Firm Culture

The Lunatic Fringe

Back in the day, there was a law firm in which the partners were – how do I say it sort of nicely – not ‘culturally aligned.’

Sam was the Managing Partner. He was charming and charismatic, and nice to everybody, at least most of the time.  Aligned with him were enough partners to vote with him on everything that mattered, sometimes more out of personal loyalty or ignorance than conviction.

Gordon was the other high billing partner with a huge client base, which qualified him to lead a group of dissidents. He and Sam tended to be competitive about things such as compensation.

Gordon was also charismatic, but he reserved that talent for his clients and not his partners, which helped explain why most of the partners lined up behind Sam.  Also in the dissident group was Karl who billed a million hours a year but was a bit of a curmudgeon, and Larry who was somewhat of a ding-dong, but he was tolerated because he was a ding dong with decent billings.

Sam was trying to run a progressive firm.  He had some crazy ideas around inclusiveness, gender parity, and other such modern nonsense.

On the other hand, Gordon, Karl, and Larry liked doing things the way that they have always been done. Nothing much was going to change on their watch.

On occasion, behind closed doors, some of the members of Sam’s group were known to describe Gordon and his friends as “The Lunatic Fringe.”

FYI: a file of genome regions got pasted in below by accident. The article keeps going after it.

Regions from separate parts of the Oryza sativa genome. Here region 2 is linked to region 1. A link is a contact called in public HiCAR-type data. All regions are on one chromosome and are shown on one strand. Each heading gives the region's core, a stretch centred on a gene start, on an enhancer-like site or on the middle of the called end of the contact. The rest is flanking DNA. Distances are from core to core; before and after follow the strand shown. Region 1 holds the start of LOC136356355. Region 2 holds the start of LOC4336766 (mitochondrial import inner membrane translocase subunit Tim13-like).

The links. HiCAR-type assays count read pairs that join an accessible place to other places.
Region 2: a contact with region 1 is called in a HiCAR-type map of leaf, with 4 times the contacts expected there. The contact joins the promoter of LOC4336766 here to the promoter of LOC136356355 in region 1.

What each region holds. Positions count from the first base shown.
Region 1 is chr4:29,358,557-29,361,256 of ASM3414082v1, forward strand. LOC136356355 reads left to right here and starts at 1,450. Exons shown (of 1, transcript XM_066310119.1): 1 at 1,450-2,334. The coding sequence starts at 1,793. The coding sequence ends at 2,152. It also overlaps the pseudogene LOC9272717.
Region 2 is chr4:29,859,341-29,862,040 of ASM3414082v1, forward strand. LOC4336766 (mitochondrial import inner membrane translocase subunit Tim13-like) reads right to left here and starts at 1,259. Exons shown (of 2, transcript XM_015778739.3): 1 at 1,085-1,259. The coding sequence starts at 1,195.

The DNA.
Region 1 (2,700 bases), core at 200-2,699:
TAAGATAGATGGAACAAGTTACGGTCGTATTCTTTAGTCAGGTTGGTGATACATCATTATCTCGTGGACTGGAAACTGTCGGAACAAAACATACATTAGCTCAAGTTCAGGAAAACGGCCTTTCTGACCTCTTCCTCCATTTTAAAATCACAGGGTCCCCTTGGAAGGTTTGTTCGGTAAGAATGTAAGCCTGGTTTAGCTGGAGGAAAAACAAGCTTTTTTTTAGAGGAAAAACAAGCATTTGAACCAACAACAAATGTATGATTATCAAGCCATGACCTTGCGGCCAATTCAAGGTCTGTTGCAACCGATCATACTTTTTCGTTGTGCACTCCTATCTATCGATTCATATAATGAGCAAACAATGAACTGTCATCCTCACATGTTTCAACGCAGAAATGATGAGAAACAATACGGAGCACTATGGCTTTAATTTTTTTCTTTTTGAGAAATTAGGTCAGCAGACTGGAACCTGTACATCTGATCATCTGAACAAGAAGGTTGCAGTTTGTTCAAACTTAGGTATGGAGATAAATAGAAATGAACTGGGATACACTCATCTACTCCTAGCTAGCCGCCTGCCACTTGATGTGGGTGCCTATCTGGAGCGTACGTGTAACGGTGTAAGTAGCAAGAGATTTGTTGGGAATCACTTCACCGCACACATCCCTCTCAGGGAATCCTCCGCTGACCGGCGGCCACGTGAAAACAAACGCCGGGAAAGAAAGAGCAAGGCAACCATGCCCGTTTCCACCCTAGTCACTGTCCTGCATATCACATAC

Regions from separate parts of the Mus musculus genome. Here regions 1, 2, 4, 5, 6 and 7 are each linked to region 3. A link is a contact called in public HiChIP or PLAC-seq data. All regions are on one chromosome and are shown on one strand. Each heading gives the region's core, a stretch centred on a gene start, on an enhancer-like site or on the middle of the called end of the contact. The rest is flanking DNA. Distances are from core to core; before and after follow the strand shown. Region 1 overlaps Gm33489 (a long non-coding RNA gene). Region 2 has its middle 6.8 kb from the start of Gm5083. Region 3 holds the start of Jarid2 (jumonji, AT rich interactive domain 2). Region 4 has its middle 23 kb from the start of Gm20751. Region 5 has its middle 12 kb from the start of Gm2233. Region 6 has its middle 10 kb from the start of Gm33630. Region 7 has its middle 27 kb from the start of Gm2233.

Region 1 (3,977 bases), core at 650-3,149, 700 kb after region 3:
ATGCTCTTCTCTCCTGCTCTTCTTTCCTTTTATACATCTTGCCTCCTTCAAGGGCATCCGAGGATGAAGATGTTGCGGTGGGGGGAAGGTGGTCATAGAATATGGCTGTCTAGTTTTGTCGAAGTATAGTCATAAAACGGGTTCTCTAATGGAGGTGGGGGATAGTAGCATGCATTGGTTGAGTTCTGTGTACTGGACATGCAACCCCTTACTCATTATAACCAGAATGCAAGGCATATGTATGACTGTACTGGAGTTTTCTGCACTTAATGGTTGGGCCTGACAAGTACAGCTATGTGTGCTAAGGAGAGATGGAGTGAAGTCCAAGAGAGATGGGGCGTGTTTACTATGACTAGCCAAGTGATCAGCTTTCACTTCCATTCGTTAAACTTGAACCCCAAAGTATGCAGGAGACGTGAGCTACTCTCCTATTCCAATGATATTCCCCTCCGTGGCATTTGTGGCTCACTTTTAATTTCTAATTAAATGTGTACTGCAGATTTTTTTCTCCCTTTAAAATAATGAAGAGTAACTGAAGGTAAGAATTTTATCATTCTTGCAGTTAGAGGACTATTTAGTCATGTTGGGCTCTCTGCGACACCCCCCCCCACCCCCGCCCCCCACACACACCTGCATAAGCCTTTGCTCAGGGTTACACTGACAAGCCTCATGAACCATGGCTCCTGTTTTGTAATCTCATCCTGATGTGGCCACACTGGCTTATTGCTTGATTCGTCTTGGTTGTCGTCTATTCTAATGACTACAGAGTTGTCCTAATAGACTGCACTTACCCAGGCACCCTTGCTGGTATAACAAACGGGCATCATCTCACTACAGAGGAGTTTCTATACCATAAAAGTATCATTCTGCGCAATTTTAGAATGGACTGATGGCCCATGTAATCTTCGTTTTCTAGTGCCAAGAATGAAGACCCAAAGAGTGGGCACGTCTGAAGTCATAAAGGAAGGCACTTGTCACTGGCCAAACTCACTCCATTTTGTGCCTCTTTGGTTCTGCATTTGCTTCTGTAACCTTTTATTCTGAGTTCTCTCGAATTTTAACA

I suppose that competitiveness and name calling between the two most productive partners did not help create a positive firm culture.

There is an old expression along the lines of, “be hard on the issues and soft on the people.”  This firm had never heard of that.

Years later I found out that Gordon’s dissident group agreed that there was a Lunatic Fringe at the firm, but they thought that it described Sam’s group.

Some of you may think that I am meandering my way to making a very profound point. I only wish that were true, but it is not. But I do have a small point to make about law firm cultures, and that is that too often they are about egos, internal competition, self-righteousness, politics, and labelling people.

I have seen unsuccessful attempts made to ‘fix’ firm cultures, involving the use of expensive consultants, trainers, facilitators, and even industrial psychologists.

My own view, which is based on having observed Sam and Gordon’s firm as well as others, is that there is only one route to a positive law firm culture. There are three stops along this road: (1) know what sort of culture you want to establish; (2) only hire and promote lawyers who share your vision; and (3) when you discover that you have firm members who do not share your vision, fire them, or expel from partnership, no matter how large their billings and originating credits may be.

Usually firms do not follow this route. Instead they accommodate, tolerate, and appease their way into more significant problems.

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